In order to investigate the seasonal and interannual variability of planktic foraminiferal fluxes in the NW Mediterranean, 266 samples from two 12-year-long sediment traps were analyzed. Two mooring lines were deployed at the east (Station Planier) and the west (Station Lacaze Duthiers) of the Gulf of Lions. The moorings were deployed at a water depth of around 1000m and were equipped with sediment traps at 500m above bottom (mab). In addition, an array of 13 core-tops recovered from different key areas of the Gulf of Lions is described. At Lacaze Duthiers, average foraminiferal fluxes were about double (411.8shellsm -2d -1) those found at the Planier sampling site (225.4shellsm -2d -1), probably due to the fertilizing effect of the Rhone river plume and the general oceanographic circulation. The annual total foraminiferal fluxes exhibited a unimodal trend, with maxima recorded during the winter-spring transition, i.e. the spring bloom, and minima during summer. Therefore, planktic foraminifers found in the sedimentary record in the Gulf of Lions may reflect the flux during the winter-spring period, rather than throughout the annual cycle. A total of eleven planktic foraminiferal species were identified in the sediment trap and core-top samples but only four species were dominant in the assemblages: Globigerina bulloides Neogloboquadrina pachyderma (dex.), Globorotalia inflata and Globorotalia truncatulinoides. The foraminiferal assemblages in the Gulf of Lions reflected the relatively cold conditions of the Northern Basin. No clear relationship between the NAO (North Atlantic Oscillation) and planktic foraminiferal fluxes was found in the sediment trap records. The low planktic foraminiferal fluxes recorded during the spring of 1998 were probably related to the anomalous environmental conditions triggered by the 1997-98 El Niño event. Furthermore, sediment trap samples were compared with surficial sediments recovered from different environmental and sedimentary settings of the Gulf of Lions and the application of these results in paleoceanographic reconstructions is discussed. © 2012 Elsevier Ltd.

Levoy F.,University of Caen Lower Normandy | Anthony E.J.,Aix - Marseille University | Monfort O.,University of Caen Lower Normandy | Robin N.,CNRS Training and Research Center on Mediterranean Environments | Bretel P.,University of Caen Lower Normandy
Marine Geology | Year: 2013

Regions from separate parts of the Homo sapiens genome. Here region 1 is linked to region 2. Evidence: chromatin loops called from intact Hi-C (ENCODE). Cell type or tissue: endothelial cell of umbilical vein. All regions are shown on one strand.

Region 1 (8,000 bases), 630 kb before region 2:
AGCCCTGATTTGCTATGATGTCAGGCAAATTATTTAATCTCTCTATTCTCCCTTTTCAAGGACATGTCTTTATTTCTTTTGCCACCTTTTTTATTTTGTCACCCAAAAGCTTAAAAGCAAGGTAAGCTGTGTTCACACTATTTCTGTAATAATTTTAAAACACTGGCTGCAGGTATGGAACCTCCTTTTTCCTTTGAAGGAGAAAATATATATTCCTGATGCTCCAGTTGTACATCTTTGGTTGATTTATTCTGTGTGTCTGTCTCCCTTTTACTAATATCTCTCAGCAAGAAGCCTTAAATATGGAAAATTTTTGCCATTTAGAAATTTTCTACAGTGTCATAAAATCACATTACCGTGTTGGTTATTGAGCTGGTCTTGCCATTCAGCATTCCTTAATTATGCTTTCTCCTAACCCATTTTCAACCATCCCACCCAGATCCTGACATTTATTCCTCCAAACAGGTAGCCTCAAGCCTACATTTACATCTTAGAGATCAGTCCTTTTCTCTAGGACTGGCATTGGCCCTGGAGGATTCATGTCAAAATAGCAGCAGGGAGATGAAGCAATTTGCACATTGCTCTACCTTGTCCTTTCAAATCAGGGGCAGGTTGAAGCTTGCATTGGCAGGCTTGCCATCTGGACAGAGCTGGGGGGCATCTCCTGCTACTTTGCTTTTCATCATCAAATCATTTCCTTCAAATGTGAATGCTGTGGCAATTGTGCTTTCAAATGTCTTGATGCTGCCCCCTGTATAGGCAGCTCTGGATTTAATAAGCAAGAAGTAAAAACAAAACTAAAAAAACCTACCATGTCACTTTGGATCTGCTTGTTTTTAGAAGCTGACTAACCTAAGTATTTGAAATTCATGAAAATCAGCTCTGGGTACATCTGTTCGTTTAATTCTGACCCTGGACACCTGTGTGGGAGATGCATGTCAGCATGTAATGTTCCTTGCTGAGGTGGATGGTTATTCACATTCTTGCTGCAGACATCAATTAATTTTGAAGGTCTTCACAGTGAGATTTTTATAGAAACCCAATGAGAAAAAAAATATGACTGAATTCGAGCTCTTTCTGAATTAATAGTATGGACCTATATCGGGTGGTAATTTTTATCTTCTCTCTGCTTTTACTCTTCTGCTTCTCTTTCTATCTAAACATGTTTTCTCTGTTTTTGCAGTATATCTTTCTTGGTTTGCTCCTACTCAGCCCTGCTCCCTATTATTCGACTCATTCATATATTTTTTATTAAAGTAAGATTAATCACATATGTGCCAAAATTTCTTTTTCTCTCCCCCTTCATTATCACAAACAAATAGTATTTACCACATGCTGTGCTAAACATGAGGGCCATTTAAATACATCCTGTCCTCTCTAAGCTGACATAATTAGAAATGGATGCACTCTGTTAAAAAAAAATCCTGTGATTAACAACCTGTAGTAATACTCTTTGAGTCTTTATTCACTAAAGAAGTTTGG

A field of long-crested transverse bars was monitored from a 2.5-year series of topographic Lidar surveys in the vicinity of a tidal inlet on the macrotidal (mean spring tidal range. = 7 to 12. m) west coast of Cotentin (Normandy, France). The bar field, the alongshore extent of which is about 1.8. km, is composed of a total of 8 bars with lengths varying from 320. m to 1300. m and mean heights comprised between 0.5. m and 2.5. m. Bar cross-sections are variable between bars and for a single bar, and also over time. The surveys show a consistent northward migration of the bars at a mean rate of about 2. m/month, but the rate is larger in winter than in summer. The Lidar observations show that the tidal inlet, located at the southern limit of the bar field where the bars start forming, comprises a large sediment platform that acts as a source of sand for the bars. The ebb jet debouching from the inlet is deflected northward by the ambient strong shore-parallel tidal currents in this large tide-range setting, and this may be the primary mechanism leading to the emplacement of the bars. Smaller wave-formed swash bars that further feed the development of these large transverse bars have also been observed. Monitoring of bar migration in the course of six consecutive spring tides with fair-weather conditions showed that strong spring tidal currents are sufficient to drive bar mobility in the absence of waves. Storm wave resuspension of sand is thus expected to enhance bar mobility rates, as shown by the higher rates of winter bar migration compared to the summer rates. The ebb jet explains the slower bar migration rates at the vicinity of the inlet, these rates increasing with distance northward of the inlet as the tidal currents become unimpeded. The main difference between these macrotidal transverse bars and their counterparts in microtidal settings resides in these strong tidal currents that are the essential driver of bar migration, unlike the wave-driven migration of microtidal bars. The large tidal range, in conjunction with storm wave activity, also induces longshore and seasonal variability in bar morphology. The transverse bars of Normandy appear to be inscribed in a sand circulation system involving the west Cotentin coast, the large ebb tidal delta from which they are formed, and the central Cotentin embayment where they are ultimately incorporated into the nearshore sand pool. Longer-term field hydrodynamic monitoring and modelling will be required in order to further elucidate the mode of formation of these transverse bars. © 2013 Elsevier B.V.